House of Gucci (Review)

There are two films in House of Gucci. One, the better one, is an excellently acted relationship drama helmed by Lady Gaga and Adam Driver. The other is a complete trainwreck, but a hilarious one; it is this bizarre buddy comedy that follows Jared Leto and Al Pacino as they try to out overact each other. Leto definitely wins, but that doesn’t mean Pacino isn’t trying. The issue is, even though one of the films within House of Gucci is the funniest comedy of the year (inadvertently so, but still so), the split focus makes the other end of the equation haphazard and eventually unsatisfying. The caricatures that overtake the comedy movie also push the film into exploitative territory, something made very clear by the closing statements about what happens to the real life people after the dramatisation ends.

To begin with the sincere positives, House of Gucci is an always engaging film with some very strong performances. The opening hour is especially good, in which Driver and Gaga are utterly charming and forge a brilliant beginning of a relationship story. The filmmaking, it being Ridley Scott, is always pretty workmanlike but the jukebox soundtrack and glitzy locations do a lot of lifting. House of Gucci takes the form of a Scorsese movie, minus the cinematic flair. A dash of flair, however, would have helped; though, the Scorsesian structure is compelling. Also, unlike some of Scorsese’s films about wild ascents and quick descents, House of Gucci doesn’t feel in love with the world or aesthetic it is ostensibly critiquing. This is mostly because the characters feel like cartoons, but also comes from the more pedestrian approach to filmmaking Scott adopts. This could so easily be wealth porn, and it isn’t. It focuses on seedy machinations and is character led, even when those characters lead the film off a cliff.

And, let’s deal with the cliff scenario. To be blunt, Jared Leto gives one of the worst performances in a major motion picture that I’ve seen in years. His obvious competitor would be Eddie Redmayne in Jupiter Ascending and, in both cases, the utterly terrible performances make the movies so much fun. The thing is, Jupiter Ascending seems to know this, and the film works because of this. House of Gucci just lets Jared Leto come in and trash the place, taking away the sincere quality the film often has, but leaving something undeniably entertaining in its place. His ‘Italian’ accent is more Waluigi than Gucci, his performance too. It’s mostly ridiculous handwaving, the wildest of intonation and contains no remnant of convincing humanity. I was in actual tears of laughter on several (yes, several) occasions, after his wild introduction where I realised he was going to talk and act like that, just seeing him on screen was enough to get me laughing in anticipation. And, yes, the script has him say ‘jokes’, lines that are supposed to be funny, in a quippy and sharp script kind of way. This is not why he is funny. It is a clear laughing at, but you’ll still be laughing. It is a hilarious film that brought me such joy. It probably shouldn’t have done and it definitely isn’t in line with the intent… That doesn’t mean it’s not the funniest film of the year.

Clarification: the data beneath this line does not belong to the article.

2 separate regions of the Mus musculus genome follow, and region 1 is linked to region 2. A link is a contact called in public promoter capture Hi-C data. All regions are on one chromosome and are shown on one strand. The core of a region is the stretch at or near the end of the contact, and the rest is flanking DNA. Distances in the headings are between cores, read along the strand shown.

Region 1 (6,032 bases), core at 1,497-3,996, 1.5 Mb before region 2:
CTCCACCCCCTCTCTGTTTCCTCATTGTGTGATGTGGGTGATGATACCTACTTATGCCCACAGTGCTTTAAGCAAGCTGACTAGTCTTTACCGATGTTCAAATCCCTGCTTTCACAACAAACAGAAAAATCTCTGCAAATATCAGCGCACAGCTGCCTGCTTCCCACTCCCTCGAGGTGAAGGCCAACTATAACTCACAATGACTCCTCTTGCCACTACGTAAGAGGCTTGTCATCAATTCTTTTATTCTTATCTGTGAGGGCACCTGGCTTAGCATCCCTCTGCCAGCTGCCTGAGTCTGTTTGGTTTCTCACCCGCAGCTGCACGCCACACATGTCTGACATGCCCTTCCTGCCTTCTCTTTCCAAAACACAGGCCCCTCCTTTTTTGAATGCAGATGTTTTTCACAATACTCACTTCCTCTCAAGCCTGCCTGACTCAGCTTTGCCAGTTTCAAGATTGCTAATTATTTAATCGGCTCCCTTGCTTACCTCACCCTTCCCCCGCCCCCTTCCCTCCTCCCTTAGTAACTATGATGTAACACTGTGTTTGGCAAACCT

Sadly, this utter hilarity does not help the film that House of Gucci is otherwise trying to be, and should be. This wants to be entertaining, yes, but in a prestige way. Unfortunately, it doesn’t quite pull this off. The Driver and Gaga storyline is irreparably damaged by some dodgy plotting in which a character goes to Switzerland and gets a complete personality change. The film then bends around what they become and this dilutes its ongoing impact. What happens obviously happened, this is a true story, but the character arc is so badly handled. It is a poor telling of reality that robs it of just that. It also should concern Switzerland’s tourist board, as the impact of being in that country seems to be the ultimate villain of the piece.

House of Gucci is by the book but solidly entertaining filmmaking. Scott’s direction does enough to control the pace really well, the film does not feel its length, and is enough to get some strong performances. The curated soundtrack is well deployed and there are a handful of striking sequences that highlight the themes the film is going for. But, obviously, some of the performances (especially one) are very bad. Leto is the best part of the film, but this is not praise to him in any way. In the end, we have a film that ticks a lot of, but not all of, the boxes required to be sincerely good, but completely smashes the hilarious in spite of itself criteria. This makes it a hell of a watch. Is it a great movie? Hell no. Is it some of the most fun you will have in a cinema this year? Definitely.

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